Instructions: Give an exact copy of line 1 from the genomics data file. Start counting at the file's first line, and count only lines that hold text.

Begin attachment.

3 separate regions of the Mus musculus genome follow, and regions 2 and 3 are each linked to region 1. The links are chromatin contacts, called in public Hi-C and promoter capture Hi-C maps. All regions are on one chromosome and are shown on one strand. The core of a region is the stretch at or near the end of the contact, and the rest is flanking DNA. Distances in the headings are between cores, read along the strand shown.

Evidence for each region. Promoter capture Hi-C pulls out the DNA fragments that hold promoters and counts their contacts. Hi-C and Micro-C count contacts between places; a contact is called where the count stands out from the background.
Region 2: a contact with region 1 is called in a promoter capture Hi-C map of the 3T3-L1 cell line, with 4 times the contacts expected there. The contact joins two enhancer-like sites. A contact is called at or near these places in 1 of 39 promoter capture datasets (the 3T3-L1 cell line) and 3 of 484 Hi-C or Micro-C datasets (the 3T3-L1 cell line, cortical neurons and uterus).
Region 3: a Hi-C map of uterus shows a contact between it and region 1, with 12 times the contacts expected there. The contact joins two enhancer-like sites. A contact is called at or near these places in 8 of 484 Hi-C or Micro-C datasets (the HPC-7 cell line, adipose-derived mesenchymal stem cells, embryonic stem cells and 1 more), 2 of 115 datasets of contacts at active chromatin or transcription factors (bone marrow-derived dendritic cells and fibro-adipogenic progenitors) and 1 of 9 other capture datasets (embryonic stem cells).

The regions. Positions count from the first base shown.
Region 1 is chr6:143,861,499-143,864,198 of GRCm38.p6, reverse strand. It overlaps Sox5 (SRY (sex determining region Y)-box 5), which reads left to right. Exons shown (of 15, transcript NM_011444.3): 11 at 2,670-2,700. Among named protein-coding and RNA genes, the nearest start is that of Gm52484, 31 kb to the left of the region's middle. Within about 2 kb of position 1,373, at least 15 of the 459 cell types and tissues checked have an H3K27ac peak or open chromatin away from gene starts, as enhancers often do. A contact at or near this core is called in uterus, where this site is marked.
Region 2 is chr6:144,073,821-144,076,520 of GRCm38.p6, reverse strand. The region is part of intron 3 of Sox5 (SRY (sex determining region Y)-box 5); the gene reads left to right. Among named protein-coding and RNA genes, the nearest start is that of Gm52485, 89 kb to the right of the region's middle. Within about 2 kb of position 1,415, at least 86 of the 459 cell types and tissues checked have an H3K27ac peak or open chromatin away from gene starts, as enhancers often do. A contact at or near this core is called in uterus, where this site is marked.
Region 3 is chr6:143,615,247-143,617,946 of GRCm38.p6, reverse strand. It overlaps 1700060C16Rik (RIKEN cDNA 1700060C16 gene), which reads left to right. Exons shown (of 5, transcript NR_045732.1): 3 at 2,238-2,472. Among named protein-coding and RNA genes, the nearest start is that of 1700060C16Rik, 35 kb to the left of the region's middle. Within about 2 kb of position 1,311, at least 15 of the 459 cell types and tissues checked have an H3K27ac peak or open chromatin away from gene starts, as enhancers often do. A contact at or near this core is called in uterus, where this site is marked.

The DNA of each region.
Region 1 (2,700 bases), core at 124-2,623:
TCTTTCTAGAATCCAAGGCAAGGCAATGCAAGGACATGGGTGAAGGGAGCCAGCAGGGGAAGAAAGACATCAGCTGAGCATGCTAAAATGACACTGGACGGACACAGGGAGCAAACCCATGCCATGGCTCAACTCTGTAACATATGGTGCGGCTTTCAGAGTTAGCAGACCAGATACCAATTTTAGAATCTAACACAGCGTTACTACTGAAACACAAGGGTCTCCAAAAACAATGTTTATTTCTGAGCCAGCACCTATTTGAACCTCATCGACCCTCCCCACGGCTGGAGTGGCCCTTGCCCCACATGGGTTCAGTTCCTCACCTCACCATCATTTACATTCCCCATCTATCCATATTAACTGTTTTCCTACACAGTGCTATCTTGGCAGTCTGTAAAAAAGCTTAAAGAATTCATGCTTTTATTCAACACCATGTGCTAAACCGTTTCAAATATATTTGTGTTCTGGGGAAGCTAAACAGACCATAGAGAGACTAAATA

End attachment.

3 separate regions of the Mus musculus genome follow, and regions 2 and 3 are each linked to region 1. The links are chromatin contacts, called in public Hi-C and promoter capture Hi-C maps. All regions are on one chromosome and are shown on one strand. The core of a region is the stretch at or near the end of the contact, and the rest is flanking DNA. Distances in the headings are between cores, read along the strand shown.